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State Dept. Officials Work To Verify Islamic State's Beheading Video

In a new video released by the militant group Islamic State, American journalist Steven Sotloff appears to be killed by extremists associated with the group.

Librarians Are A Luxury Chicago Public Schools Can't Afford

Librarians are being reassigned to classrooms. In Illinois, librarians must also have teaching certifications, and most have endorsements to teach specific grades and subjects.

Another American Doctor In Liberia Tests Positive For Ebola

He's the third American to contract the disease while working in Liberia. In this case, the doctor, who was part of the Christian aid group SIM, was treating obstetrics patients.

A Lesson In How Teachers Became 'Resented And Idealized'

In The Teacher Wars, Dana Goldstein chronicles the history of the profession and current topics like tenure. She says the idea that teachers can help fight poverty has existed since the 19th century.

Celebrity Photo Leak Puts Spotlight On The Cloud, And Security

Publication of private photos of Jennifer Lawrence and other celebrities raises new questions about storing personal data online. Apple says its systems weren't breached.

Green Zone Program Helps Vets On Campus

A new program at Armstrong State University aims to help veterans transition to campus life by training faculty to offer support.

Ending Decades Of Family Leadership, 'Washington Post' Names New Publisher

Owner Jeffrey Bezos gave the job to Frederick J. Ryan Jr., a founding member of the website Politico. The Post had been run by the Graham family for eight decades.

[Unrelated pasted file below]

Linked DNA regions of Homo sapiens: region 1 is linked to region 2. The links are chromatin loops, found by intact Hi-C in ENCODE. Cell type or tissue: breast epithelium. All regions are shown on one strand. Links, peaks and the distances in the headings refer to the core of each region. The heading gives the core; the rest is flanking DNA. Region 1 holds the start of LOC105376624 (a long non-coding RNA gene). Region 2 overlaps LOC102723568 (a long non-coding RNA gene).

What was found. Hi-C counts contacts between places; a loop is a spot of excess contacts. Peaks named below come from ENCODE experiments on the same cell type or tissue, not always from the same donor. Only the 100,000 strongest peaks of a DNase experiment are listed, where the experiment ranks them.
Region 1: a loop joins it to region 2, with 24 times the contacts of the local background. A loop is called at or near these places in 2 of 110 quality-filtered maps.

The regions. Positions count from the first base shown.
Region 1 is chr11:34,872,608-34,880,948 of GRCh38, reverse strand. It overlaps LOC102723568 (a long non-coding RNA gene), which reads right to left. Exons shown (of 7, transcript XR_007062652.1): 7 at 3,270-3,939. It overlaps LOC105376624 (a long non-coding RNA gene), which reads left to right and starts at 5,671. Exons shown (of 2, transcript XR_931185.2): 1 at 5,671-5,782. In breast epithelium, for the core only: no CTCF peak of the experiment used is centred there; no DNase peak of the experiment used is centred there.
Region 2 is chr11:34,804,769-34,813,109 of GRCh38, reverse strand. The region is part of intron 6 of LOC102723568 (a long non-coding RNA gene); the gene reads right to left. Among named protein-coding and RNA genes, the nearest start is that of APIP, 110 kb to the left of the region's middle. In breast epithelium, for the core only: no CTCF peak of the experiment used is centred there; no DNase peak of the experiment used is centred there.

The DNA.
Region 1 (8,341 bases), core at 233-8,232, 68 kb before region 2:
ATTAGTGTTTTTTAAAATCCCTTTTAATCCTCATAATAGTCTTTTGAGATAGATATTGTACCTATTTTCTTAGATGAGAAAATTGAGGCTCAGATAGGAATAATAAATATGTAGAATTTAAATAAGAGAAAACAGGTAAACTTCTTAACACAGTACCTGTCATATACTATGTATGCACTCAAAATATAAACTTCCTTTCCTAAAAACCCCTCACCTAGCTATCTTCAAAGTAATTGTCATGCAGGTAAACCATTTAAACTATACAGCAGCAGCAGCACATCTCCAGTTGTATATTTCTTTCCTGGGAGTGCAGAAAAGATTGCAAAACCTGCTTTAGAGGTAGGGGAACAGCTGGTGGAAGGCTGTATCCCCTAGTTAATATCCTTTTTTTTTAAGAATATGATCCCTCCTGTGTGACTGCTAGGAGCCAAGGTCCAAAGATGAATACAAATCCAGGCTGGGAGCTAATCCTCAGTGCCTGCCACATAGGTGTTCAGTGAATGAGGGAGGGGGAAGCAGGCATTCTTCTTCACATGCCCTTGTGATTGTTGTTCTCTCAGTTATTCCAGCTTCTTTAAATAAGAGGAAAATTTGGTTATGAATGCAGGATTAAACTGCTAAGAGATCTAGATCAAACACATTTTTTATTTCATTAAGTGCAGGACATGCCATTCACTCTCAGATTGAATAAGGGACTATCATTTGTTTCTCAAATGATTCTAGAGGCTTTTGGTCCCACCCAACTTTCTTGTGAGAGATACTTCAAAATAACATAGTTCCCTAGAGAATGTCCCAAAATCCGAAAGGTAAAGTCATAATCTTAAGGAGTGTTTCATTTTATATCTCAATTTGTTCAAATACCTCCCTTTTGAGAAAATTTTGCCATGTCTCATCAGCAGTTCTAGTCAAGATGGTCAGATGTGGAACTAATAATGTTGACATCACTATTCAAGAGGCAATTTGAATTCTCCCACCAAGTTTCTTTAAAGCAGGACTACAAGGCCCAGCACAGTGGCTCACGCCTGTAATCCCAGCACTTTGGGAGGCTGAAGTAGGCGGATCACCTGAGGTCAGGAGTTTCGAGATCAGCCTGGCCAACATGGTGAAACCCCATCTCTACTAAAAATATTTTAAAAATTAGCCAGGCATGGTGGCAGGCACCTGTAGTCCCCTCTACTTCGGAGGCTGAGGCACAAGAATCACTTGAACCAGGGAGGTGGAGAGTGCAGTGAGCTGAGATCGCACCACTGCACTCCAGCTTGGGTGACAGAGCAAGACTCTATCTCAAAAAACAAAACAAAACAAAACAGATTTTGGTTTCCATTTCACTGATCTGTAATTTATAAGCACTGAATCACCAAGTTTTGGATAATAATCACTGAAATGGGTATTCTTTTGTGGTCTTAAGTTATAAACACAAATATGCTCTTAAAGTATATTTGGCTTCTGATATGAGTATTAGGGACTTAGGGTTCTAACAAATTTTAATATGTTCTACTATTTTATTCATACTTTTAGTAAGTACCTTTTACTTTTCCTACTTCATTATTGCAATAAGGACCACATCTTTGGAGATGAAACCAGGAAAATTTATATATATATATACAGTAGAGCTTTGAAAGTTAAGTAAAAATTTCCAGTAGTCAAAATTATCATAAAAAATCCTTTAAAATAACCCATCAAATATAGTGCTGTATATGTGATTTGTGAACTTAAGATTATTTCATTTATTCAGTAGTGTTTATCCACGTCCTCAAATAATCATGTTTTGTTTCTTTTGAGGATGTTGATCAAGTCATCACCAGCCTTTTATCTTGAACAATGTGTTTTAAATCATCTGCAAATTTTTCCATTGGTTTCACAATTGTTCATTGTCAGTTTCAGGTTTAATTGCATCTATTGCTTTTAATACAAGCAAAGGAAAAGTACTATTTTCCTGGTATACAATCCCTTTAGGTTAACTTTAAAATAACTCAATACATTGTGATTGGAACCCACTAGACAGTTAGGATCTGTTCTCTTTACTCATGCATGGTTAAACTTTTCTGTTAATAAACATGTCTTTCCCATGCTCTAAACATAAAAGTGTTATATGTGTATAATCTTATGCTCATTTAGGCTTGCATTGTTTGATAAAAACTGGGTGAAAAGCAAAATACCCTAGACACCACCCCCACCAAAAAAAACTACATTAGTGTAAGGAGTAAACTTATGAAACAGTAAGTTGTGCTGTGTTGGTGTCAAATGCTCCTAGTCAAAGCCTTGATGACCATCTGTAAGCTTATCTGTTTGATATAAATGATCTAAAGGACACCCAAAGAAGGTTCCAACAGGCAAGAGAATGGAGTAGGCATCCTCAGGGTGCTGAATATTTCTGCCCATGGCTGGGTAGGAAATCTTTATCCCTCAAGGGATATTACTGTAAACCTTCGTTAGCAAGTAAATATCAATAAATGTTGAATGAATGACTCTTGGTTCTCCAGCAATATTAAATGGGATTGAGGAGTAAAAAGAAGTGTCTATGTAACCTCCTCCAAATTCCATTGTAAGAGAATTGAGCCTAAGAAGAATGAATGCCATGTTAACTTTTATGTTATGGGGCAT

32 Teens Escape From Nashville-Area Detention Center

By early morning, 17 were still on the loose. The teens escaped after they found a weak spot in the center's perimeter fence.

Targeting Al-Shabab Leadership, U.S. Launches Airstrikes In Somalia

The Pentagon said it was still "assessing the results of the operation." Local Somali officials said the U.S. airstrikes hit near a meeting of the al-Qaida affiliated group.

Thousands Of Georgians At Risk Of Losing Healthcare Due To Citizen Document Inconsistencies

Thousands of Georgians are in danger of losing their healthcare coverage under the Affordable Care Act if they don't turn in citizenship or immigration documents by Friday. Final notices were sent out to nearly 21,000 Georgians. Only Florida and Texas have a higher number of outstanding cases. The program is administered in Georgia by the Centers for Medicare and Medicaid Services. Renard Murray is the agency's regional director. "Georgia was maybe about second or third in the nation in terms of the number of people that enrolled in the health insurance marketplace. So we're excited about that. But, of course, because that number is high, of course proportionally you have more people who may have inconsistencies with their documents.